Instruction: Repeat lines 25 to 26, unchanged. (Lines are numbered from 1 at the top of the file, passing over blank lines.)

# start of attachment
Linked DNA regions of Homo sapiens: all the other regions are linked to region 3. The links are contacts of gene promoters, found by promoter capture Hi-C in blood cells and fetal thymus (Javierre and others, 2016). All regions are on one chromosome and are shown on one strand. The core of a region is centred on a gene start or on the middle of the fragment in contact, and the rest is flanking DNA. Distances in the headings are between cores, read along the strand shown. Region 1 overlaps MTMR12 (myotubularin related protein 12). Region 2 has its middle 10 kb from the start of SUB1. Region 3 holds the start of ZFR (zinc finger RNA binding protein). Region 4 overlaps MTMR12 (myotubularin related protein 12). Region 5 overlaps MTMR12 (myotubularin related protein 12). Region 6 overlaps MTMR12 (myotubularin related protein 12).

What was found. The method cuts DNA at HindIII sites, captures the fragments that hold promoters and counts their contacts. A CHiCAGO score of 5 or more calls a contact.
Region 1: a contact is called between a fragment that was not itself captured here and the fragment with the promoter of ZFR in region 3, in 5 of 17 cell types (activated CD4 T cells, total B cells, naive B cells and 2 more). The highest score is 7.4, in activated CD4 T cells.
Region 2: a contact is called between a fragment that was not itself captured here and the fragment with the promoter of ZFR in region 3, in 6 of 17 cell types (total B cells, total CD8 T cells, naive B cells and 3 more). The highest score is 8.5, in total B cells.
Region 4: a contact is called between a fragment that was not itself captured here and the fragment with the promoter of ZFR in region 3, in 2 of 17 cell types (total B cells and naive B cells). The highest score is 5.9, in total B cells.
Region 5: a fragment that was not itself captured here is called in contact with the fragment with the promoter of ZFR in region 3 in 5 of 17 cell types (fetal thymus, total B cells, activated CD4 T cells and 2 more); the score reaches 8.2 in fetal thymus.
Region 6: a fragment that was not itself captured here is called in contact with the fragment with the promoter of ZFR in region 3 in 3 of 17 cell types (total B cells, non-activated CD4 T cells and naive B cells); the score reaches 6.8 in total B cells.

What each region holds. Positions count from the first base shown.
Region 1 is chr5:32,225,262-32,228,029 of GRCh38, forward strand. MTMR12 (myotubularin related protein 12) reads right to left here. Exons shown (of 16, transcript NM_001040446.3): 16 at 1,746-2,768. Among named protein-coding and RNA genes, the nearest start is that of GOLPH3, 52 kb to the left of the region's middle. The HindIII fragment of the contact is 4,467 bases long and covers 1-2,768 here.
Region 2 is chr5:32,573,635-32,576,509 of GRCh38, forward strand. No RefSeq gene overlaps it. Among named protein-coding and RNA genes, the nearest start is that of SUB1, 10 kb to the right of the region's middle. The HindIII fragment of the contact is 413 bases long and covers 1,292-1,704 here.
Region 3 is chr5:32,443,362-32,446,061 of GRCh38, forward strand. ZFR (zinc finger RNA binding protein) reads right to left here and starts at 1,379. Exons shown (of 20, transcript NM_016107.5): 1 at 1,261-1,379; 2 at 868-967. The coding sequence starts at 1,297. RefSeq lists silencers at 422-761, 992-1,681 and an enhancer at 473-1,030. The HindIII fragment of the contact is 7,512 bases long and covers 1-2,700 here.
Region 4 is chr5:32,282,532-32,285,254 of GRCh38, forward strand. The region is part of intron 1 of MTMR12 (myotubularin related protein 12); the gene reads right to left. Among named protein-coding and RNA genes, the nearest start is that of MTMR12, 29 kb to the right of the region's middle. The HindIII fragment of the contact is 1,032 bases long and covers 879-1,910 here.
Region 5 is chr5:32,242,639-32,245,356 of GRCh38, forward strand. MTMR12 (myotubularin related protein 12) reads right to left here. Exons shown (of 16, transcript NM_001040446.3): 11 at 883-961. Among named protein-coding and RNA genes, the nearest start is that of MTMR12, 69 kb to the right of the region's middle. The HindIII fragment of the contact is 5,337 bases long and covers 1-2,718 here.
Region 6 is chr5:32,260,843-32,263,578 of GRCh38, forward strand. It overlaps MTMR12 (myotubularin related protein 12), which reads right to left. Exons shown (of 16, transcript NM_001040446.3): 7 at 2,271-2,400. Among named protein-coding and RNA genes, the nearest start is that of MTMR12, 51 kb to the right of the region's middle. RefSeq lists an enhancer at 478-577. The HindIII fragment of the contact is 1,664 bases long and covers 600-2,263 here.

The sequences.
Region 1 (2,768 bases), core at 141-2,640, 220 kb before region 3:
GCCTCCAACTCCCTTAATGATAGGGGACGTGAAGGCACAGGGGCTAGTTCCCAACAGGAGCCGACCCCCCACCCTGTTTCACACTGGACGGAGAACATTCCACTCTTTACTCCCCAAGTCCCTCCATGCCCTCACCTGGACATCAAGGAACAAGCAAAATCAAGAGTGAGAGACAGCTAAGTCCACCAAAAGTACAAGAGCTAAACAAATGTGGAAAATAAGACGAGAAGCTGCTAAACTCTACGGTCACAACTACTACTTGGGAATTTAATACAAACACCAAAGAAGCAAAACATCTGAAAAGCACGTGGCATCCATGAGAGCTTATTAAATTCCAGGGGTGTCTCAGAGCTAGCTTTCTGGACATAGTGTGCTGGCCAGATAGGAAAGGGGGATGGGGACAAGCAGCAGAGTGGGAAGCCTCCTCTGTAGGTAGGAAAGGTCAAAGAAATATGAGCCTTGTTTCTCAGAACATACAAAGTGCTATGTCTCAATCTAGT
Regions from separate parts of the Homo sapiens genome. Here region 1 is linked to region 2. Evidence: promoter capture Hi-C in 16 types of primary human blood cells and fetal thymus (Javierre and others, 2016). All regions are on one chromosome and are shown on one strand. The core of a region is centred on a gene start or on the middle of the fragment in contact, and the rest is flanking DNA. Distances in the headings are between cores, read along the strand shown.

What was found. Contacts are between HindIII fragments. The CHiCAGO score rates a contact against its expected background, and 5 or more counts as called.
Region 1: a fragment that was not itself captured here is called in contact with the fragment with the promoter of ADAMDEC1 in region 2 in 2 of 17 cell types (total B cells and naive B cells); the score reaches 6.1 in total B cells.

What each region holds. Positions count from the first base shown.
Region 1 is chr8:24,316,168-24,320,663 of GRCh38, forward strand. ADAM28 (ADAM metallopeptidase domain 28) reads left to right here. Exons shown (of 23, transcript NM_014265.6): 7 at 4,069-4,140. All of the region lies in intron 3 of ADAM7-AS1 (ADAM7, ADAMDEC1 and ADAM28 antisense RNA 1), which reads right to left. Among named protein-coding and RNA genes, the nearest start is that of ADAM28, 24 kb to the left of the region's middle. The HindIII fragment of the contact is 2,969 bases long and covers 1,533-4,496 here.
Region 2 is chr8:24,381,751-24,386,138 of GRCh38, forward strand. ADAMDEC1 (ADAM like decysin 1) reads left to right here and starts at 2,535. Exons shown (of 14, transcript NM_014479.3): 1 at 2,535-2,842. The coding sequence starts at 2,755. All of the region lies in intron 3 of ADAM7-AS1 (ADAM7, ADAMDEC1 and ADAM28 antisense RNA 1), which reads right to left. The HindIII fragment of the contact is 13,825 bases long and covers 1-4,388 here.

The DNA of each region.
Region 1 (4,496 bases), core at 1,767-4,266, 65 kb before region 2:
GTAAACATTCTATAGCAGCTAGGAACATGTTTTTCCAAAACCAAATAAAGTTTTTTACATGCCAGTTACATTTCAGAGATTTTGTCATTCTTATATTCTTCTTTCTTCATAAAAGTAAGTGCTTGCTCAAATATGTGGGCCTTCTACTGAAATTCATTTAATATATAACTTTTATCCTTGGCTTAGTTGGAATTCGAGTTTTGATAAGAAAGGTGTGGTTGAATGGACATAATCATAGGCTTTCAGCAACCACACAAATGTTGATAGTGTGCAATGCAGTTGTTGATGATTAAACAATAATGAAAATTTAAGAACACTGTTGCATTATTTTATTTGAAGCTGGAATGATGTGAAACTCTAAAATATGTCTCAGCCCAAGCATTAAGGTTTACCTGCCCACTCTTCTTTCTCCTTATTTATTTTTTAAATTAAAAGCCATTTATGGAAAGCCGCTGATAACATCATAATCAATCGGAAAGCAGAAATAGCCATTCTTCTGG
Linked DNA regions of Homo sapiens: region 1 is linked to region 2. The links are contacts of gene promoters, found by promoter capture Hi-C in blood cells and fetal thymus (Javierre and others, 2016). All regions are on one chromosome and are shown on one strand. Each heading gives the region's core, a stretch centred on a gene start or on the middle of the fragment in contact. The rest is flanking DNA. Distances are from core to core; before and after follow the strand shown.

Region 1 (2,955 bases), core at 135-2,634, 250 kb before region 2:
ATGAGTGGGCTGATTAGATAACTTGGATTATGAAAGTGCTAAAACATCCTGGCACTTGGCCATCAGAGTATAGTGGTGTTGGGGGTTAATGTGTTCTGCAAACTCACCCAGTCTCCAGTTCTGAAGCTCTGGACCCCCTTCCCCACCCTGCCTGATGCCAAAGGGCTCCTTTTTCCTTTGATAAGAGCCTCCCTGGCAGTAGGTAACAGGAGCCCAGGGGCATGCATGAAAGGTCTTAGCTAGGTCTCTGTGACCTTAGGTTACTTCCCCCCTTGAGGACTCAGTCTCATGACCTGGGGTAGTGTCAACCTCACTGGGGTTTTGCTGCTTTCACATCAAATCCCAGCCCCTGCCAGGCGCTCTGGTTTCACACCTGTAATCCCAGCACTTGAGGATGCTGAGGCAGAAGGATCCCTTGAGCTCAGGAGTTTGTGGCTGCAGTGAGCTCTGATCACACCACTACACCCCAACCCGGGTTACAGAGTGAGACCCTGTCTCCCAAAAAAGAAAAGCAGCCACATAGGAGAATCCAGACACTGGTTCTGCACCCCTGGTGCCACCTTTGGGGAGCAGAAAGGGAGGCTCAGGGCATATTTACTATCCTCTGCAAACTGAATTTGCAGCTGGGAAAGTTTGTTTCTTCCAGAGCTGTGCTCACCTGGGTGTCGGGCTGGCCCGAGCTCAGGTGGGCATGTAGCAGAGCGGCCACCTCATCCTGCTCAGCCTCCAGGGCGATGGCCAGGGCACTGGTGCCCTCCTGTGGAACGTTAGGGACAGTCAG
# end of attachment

Region 1 (4,496 bases), core at 1,767-4,266, 65 kb before region 2:
GTAAACATTCTATAGCAGCTAGGAACATGTTTTTCCAAAACCAAATAAAGTTTTTTACATGCCAGTTACATTTCAGAGATTTTGTCATTCTTATATTCTTCTTTCTTCATAAAAGTAAGTGCTTGCTCAAATATGTGGGCCTTCTACTGAAATTCATTTAATATATAACTTTTATCCTTGGCTTAGTTGGAATTCGAGTTTTGATAAGAAAGGTGTGGTTGAATGGACATAATCATAGGCTTTCAGCAACCACACAAATGTTGATAGTGTGCAATGCAGTTGTTGATGATTAAACAATAATGAAAATTTAAGAACACTGTTGCATTATTTTATTTGAAGCTGGAATGATGTGAAACTCTAAAATATGTCTCAGCCCAAGCATTAAGGTTTACCTGCCCACTCTTCTTTCTCCTTATTTATTTTTTAAATTAAAAGCCATTTATGGAAAGCCGCTGATAACATCATAATCAATCGGAAAGCAGAAATAGCCATTCTTCTGG